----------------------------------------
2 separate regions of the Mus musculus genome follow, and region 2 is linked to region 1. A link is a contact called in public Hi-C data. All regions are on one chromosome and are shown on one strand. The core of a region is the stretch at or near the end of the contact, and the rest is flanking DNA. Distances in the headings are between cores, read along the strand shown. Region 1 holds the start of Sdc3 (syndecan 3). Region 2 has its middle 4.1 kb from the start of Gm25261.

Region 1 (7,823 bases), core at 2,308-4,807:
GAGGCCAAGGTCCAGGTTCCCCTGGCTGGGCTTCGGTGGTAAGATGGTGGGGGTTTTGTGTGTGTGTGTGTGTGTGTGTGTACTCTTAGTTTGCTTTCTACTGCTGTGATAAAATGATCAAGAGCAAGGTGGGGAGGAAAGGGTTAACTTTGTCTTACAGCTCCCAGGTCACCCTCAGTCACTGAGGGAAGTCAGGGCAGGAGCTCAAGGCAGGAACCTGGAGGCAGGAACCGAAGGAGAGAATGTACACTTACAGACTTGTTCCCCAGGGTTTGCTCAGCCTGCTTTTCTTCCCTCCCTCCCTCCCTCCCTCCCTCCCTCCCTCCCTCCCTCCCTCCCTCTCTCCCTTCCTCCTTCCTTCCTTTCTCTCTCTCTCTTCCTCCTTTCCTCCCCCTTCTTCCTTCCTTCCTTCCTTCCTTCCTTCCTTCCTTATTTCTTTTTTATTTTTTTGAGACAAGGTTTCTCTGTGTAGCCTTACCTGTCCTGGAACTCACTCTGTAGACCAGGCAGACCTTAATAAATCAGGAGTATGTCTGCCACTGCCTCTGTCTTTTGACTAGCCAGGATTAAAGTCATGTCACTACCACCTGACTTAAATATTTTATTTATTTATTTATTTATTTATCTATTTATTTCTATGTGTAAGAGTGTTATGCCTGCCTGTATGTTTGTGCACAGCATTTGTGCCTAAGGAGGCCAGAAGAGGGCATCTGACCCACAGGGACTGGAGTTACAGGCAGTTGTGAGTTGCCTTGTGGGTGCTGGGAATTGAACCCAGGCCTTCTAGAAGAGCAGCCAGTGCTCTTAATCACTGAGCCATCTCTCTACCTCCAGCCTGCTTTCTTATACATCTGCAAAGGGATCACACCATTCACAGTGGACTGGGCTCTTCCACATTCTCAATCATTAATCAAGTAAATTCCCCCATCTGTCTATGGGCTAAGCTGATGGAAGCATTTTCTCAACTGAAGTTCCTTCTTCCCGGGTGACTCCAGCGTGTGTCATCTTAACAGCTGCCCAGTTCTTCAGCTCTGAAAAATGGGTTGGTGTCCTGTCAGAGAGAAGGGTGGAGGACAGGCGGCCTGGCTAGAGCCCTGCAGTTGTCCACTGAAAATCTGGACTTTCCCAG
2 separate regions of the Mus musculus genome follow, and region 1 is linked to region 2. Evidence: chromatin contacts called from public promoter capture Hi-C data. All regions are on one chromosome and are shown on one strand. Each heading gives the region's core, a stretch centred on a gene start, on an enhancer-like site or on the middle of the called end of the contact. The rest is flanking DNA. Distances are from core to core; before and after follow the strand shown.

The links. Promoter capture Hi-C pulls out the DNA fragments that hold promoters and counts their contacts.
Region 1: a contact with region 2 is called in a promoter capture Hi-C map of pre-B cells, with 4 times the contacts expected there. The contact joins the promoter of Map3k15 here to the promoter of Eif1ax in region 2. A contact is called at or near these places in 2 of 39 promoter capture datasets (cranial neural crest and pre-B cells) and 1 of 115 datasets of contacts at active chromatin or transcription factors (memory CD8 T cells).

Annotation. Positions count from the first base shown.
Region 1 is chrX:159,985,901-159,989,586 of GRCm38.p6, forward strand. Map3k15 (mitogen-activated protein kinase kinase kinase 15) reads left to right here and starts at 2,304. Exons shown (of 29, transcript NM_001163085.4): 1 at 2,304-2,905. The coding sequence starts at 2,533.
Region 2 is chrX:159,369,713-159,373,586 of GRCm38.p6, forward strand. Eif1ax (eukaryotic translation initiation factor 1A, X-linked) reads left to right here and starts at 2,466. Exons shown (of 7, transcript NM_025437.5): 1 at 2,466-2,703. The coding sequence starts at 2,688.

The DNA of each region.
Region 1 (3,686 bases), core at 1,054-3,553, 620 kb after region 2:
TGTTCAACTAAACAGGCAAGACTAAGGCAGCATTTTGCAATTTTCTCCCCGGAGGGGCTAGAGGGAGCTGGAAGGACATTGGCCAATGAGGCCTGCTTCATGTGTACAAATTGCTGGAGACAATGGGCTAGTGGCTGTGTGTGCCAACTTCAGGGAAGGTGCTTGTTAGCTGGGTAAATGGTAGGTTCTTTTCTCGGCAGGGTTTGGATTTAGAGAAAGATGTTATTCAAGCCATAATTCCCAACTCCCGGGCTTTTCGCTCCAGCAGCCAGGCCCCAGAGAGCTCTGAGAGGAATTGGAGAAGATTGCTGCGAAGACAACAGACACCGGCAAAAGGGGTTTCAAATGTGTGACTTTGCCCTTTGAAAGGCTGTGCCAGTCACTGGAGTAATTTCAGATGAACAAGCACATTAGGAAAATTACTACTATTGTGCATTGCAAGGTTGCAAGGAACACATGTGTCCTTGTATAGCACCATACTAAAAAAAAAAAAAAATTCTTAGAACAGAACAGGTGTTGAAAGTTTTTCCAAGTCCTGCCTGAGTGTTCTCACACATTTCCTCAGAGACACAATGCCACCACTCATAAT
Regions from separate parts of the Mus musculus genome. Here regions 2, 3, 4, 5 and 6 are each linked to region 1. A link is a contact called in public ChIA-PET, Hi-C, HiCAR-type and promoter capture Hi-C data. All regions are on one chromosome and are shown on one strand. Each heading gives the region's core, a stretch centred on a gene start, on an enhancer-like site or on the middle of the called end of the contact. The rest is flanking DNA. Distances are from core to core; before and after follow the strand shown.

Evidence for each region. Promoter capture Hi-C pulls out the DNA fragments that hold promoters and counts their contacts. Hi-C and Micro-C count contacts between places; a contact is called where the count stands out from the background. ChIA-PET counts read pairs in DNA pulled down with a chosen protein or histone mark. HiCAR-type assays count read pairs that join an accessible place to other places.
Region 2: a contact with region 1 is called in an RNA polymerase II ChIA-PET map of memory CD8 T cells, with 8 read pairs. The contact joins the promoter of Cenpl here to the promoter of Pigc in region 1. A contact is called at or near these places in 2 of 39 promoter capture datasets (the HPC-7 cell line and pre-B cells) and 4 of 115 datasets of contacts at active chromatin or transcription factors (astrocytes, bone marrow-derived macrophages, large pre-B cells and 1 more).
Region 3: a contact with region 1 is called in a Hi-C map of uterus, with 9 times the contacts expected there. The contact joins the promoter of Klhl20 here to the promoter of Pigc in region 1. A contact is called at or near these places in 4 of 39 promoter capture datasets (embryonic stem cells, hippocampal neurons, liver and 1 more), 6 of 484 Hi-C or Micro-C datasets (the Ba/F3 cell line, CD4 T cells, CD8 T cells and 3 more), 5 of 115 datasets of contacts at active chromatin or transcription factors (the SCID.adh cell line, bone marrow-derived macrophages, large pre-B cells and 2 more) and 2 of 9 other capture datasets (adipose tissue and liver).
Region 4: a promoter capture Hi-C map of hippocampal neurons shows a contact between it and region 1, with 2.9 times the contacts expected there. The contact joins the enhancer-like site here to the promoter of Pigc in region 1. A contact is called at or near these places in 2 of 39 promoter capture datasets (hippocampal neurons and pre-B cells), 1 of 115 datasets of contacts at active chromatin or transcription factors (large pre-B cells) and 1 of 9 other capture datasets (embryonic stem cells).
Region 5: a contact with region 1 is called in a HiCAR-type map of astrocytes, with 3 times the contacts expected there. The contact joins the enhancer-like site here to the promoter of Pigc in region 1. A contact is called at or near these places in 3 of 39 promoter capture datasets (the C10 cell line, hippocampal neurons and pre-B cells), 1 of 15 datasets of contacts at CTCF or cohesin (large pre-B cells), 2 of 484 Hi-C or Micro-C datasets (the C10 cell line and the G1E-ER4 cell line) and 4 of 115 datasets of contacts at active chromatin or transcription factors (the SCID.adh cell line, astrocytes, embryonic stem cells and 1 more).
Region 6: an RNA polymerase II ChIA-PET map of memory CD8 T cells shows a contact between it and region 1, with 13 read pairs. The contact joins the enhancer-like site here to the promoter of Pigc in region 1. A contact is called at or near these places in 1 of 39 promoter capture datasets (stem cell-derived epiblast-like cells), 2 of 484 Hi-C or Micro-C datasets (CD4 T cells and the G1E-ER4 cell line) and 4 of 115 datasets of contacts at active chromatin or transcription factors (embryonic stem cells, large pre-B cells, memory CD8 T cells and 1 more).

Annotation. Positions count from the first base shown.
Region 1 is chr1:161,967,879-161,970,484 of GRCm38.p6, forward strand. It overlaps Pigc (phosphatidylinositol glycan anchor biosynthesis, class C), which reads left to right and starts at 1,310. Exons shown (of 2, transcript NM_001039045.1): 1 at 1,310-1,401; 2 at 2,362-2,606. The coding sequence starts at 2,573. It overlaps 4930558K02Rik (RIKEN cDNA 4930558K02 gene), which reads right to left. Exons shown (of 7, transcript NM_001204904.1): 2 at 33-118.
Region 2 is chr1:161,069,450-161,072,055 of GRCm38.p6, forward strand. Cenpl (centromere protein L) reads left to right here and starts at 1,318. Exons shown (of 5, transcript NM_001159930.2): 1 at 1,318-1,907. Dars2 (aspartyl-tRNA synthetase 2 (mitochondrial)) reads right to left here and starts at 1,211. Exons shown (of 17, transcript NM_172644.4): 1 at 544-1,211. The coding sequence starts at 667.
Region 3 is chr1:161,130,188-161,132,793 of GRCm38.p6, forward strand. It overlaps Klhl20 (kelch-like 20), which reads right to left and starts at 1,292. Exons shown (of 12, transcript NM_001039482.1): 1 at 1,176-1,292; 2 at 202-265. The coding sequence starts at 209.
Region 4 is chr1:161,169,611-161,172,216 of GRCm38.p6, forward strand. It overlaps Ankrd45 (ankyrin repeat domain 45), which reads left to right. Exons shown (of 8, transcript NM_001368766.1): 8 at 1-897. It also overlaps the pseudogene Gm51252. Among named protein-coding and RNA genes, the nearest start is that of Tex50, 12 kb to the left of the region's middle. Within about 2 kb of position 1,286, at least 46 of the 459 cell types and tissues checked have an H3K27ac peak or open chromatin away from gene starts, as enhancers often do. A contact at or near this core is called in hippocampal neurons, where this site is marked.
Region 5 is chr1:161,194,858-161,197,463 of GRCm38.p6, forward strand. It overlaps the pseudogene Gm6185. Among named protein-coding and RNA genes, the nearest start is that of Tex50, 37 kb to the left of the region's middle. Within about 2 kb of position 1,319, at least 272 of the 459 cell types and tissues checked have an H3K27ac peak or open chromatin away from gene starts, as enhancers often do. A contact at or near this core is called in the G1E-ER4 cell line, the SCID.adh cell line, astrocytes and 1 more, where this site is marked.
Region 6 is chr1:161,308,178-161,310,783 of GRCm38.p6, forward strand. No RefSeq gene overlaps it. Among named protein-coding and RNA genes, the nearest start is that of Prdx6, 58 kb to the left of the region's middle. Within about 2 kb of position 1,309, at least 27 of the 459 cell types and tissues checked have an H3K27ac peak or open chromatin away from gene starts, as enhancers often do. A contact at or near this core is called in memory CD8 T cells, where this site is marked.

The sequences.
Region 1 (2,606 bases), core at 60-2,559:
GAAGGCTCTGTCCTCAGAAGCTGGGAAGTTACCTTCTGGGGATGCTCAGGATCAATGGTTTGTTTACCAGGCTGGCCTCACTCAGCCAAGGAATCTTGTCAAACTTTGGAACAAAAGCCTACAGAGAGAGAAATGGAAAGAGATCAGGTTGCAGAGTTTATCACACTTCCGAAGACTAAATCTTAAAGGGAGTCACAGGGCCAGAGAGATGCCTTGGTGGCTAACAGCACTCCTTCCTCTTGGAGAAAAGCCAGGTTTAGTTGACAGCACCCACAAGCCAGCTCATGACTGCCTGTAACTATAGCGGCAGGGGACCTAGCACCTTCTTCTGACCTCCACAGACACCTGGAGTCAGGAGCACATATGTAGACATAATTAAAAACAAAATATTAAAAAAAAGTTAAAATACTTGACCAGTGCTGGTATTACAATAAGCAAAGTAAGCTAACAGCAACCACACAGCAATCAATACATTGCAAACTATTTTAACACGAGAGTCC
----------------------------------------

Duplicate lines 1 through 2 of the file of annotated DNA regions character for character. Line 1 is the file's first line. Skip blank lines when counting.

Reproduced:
2 separate regions of the Mus musculus genome follow, and region 2 is linked to region 1. A link is a contact called in public Hi-C data. All regions are on one chromosome and are shown on one strand. The core of a region is the stretch at or near the end of the contact, and the rest is flanking DNA. Distances in the headings are between cores, read along the strand shown. Region 1 holds the start of Sdc3 (syndecan 3). Region 2 has its middle 4.1 kb from the start of Gm25261.

Region 1 (7,823 bases), core at 2,308-4,807: